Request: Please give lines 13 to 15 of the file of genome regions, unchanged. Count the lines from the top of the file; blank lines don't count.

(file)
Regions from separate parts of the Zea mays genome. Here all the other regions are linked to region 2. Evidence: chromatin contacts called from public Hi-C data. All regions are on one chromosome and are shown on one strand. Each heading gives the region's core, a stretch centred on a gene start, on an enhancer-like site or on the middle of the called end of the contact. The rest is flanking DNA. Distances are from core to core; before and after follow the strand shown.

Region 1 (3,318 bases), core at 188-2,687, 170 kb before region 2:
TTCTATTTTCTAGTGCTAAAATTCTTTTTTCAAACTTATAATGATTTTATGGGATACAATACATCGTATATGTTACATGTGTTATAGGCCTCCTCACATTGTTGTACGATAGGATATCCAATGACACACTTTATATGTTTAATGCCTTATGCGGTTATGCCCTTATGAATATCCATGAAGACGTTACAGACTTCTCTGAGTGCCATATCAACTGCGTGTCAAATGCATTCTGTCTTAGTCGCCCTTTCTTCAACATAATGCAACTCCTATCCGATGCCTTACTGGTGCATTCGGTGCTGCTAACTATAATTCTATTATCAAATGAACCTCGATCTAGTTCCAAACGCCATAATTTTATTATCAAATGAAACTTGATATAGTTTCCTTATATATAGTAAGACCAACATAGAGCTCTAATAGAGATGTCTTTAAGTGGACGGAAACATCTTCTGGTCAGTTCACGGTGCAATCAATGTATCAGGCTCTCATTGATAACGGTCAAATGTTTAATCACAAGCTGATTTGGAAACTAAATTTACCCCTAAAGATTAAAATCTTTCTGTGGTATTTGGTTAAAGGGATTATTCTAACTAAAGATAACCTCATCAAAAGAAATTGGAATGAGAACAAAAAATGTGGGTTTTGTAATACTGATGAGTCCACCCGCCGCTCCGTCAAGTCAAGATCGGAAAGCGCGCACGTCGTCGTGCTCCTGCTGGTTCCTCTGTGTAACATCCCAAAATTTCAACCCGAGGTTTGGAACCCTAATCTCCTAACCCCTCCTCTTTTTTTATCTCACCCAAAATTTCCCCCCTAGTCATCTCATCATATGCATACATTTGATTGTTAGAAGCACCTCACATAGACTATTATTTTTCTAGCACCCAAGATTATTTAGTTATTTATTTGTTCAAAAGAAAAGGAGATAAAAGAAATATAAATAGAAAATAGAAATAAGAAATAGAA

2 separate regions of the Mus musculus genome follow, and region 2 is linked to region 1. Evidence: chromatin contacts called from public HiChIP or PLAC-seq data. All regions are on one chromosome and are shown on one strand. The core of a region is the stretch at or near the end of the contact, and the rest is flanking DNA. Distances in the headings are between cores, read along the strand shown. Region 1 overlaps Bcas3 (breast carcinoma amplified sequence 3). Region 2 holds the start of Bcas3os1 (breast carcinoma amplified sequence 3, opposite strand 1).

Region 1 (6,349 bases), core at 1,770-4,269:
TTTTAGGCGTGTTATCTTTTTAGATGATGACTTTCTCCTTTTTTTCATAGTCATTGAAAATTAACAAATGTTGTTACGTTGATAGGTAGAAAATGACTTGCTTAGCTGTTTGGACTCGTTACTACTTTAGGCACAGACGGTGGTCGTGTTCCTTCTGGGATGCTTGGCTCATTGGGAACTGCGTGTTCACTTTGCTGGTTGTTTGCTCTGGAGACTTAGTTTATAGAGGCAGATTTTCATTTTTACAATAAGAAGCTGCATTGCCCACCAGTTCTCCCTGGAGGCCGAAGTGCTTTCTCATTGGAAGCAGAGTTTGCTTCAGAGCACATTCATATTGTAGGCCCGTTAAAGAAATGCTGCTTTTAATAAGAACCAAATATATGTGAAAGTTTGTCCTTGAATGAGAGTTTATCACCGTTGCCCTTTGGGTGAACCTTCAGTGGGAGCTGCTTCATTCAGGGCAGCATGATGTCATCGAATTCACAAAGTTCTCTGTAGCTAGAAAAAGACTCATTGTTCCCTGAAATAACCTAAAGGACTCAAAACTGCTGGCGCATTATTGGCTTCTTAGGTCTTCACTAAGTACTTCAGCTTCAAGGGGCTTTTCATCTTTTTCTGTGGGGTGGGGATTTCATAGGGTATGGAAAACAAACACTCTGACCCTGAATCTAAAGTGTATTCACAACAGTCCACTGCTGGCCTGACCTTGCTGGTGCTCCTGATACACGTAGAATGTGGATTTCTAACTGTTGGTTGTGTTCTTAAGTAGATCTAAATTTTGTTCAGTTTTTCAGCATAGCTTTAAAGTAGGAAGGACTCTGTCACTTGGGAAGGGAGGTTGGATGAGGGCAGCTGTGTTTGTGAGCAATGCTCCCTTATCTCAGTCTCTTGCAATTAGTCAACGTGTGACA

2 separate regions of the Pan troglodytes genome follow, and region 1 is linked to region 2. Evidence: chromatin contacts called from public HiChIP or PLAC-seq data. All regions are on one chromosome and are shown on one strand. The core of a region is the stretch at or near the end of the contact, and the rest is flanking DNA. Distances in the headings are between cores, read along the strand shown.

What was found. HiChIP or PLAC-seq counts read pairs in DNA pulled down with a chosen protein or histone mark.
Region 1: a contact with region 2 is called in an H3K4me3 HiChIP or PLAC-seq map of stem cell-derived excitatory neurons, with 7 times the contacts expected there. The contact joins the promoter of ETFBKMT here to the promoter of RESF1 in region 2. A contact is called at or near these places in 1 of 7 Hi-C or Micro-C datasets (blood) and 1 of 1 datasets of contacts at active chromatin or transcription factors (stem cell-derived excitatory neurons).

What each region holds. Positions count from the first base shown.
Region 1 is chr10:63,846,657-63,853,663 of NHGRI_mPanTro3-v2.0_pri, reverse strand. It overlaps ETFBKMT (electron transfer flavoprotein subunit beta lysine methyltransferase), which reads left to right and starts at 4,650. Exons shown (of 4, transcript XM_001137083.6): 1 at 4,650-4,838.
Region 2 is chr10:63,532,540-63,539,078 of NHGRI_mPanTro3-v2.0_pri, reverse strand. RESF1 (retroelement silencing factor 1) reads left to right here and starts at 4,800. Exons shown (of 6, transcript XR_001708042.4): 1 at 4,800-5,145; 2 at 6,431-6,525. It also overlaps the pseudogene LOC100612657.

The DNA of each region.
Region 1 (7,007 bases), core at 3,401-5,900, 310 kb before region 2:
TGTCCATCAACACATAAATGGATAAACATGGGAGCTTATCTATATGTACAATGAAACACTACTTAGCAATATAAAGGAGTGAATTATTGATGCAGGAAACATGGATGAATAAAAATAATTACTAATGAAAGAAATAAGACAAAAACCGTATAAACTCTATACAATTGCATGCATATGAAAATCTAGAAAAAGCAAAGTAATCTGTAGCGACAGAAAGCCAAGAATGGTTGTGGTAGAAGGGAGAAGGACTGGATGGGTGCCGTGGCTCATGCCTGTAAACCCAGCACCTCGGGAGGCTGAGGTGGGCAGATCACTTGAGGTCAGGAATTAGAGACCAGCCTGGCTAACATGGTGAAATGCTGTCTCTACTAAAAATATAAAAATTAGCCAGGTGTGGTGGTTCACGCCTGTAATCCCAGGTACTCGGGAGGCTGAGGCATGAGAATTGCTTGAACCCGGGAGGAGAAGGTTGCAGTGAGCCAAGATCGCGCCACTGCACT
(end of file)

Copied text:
The DNA of each region.
Region 1 (7,007 bases), core at 3,401-5,900, 310 kb before region 2:
TGTCCATCAACACATAAATGGATAAACATGGGAGCTTATCTATATGTACAATGAAACACTACTTAGCAATATAAAGGAGTGAATTATTGATGCAGGAAACATGGATGAATAAAAATAATTACTAATGAAAGAAATAAGACAAAAACCGTATAAACTCTATACAATTGCATGCATATGAAAATCTAGAAAAAGCAAAGTAATCTGTAGCGACAGAAAGCCAAGAATGGTTGTGGTAGAAGGGAGAAGGACTGGATGGGTGCCGTGGCTCATGCCTGTAAACCCAGCACCTCGGGAGGCTGAGGTGGGCAGATCACTTGAGGTCAGGAATTAGAGACCAGCCTGGCTAACATGGTGAAATGCTGTCTCTACTAAAAATATAAAAATTAGCCAGGTGTGGTGGTTCACGCCTGTAATCCCAGGTACTCGGGAGGCTGAGGCATGAGAATTGCTTGAACCCGGGAGGAGAAGGTTGCAGTGAGCCAAGATCGCGCCACTGCACT